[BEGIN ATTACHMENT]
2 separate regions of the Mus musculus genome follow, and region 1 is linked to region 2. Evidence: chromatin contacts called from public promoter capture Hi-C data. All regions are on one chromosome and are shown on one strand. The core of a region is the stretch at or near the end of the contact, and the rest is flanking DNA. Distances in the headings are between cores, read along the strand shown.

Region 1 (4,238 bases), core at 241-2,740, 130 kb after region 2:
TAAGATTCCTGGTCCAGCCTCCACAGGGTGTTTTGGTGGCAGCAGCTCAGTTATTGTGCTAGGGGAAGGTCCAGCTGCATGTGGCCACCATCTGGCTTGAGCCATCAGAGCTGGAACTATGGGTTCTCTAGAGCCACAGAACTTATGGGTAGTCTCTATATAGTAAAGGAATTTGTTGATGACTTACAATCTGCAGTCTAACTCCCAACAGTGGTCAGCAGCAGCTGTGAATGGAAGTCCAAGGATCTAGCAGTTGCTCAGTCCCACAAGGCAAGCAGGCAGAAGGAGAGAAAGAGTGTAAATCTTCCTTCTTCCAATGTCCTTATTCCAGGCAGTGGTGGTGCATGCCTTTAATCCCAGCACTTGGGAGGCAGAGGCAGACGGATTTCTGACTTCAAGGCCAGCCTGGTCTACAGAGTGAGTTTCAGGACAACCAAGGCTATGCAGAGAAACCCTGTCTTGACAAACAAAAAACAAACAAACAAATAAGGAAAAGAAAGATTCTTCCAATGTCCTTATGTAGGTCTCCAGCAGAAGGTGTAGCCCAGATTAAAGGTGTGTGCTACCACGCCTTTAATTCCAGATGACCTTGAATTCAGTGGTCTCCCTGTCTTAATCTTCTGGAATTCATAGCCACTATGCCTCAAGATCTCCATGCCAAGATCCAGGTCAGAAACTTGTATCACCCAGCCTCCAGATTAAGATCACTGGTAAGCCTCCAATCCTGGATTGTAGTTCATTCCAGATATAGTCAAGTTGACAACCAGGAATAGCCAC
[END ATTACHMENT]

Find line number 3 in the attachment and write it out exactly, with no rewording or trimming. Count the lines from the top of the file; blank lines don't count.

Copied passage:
TAAGATTCCTGGTCCAGCCTCCACAGGGTGTTTTGGTGGCAGCAGCTCAGTTATTGTGCTAGGGGAAGGTCCAGCTGCATGTGGCCACCATCTGGCTTGAGCCATCAGAGCTGGAACTATGGGTTCTCTAGAGCCACAGAACTTATGGGTAGTCTCTATATAGTAAAGGAATTTGTTGATGACTTACAATCTGCAGTCTAACTCCCAACAGTGGTCAGCAGCAGCTGTGAATGGAAGTCCAAGGATCTAGCAGTTGCTCAGTCCCACAAGGCAAGCAGGCAGAAGGAGAGAAAGAGTGTAAATCTTCCTTCTTCCAATGTCCTTATTCCAGGCAGTGGTGGTGCATGCCTTTAATCCCAGCACTTGGGAGGCAGAGGCAGACGGATTTCTGACTTCAAGGCCAGCCTGGTCTACAGAGTGAGTTTCAGGACAACCAAGGCTATGCAGAGAAACCCTGTCTTGACAAACAAAAAACAAACAAACAAATAAGGAAAAGAAAGATTCTTCCAATGTCCTTATGTAGGTCTCCAGCAGAAGGTGTAGCCCAGATTAAAGGTGTGTGCTACCACGCCTTTAATTCCAGATGACCTTGAATTCAGTGGTCTCCCTGTCTTAATCTTCTGGAATTCATAGCCACTATGCCTCAAGATCTCCATGCCAAGATCCAGGTCAGAAACTTGTATCACCCAGCCTCCAGATTAAGATCACTGGTAAGCCTCCAATCCTGGATTGTAGTTCATTCCAGATATAGTCAAGTTGACAACCAGGAATAGCCAC